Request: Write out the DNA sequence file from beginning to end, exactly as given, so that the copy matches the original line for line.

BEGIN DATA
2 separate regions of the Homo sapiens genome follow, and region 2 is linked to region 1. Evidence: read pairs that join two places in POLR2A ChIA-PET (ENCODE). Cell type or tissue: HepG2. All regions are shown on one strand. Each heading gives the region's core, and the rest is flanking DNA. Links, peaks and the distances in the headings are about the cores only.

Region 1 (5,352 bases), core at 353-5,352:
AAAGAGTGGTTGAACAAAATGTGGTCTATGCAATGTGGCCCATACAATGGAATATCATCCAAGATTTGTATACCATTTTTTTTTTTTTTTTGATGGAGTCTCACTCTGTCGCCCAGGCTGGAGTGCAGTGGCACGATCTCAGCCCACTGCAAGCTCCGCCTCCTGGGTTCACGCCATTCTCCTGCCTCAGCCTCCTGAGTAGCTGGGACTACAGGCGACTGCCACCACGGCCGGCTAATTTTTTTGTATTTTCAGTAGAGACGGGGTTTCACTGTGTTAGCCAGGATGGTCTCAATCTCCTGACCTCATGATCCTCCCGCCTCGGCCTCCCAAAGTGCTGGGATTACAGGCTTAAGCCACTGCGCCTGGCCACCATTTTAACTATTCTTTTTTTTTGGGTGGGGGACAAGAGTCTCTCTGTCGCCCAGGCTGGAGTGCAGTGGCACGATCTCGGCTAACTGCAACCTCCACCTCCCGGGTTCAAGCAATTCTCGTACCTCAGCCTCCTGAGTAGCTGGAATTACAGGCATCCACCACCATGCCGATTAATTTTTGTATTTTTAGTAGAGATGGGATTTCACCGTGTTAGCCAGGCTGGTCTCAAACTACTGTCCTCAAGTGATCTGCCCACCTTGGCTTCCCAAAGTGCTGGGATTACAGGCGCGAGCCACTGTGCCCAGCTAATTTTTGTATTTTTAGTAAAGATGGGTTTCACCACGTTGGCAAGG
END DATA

2 separate regions of the Homo sapiens genome follow, and region 2 is linked to region 1. Evidence: read pairs that join two places in POLR2A ChIA-PET (ENCODE). Cell type or tissue: HepG2. All regions are shown on one strand. Each heading gives the region's core, and the rest is flanking DNA. Links, peaks and the distances in the headings are about the cores only.

Region 1 (5,352 bases), core at 353-5,352:
AAAGAGTGGTTGAACAAAATGTGGTCTATGCAATGTGGCCCATACAATGGAATATCATCCAAGATTTGTATACCATTTTTTTTTTTTTTTTGATGGAGTCTCACTCTGTCGCCCAGGCTGGAGTGCAGTGGCACGATCTCAGCCCACTGCAAGCTCCGCCTCCTGGGTTCACGCCATTCTCCTGCCTCAGCCTCCTGAGTAGCTGGGACTACAGGCGACTGCCACCACGGCCGGCTAATTTTTTTGTATTTTCAGTAGAGACGGGGTTTCACTGTGTTAGCCAGGATGGTCTCAATCTCCTGACCTCATGATCCTCCCGCCTCGGCCTCCCAAAGTGCTGGGATTACAGGCTTAAGCCACTGCGCCTGGCCACCATTTTAACTATTCTTTTTTTTTGGGTGGGGGACAAGAGTCTCTCTGTCGCCCAGGCTGGAGTGCAGTGGCACGATCTCGGCTAACTGCAACCTCCACCTCCCGGGTTCAAGCAATTCTCGTACCTCAGCCTCCTGAGTAGCTGGAATTACAGGCATCCACCACCATGCCGATTAATTTTTGTATTTTTAGTAGAGATGGGATTTCACCGTGTTAGCCAGGCTGGTCTCAAACTACTGTCCTCAAGTGATCTGCCCACCTTGGCTTCCCAAAGTGCTGGGATTACAGGCGCGAGCCACTGTGCCCAGCTAATTTTTGTATTTTTAGTAAAGATGGGTTTCACCACGTTGGCAAGG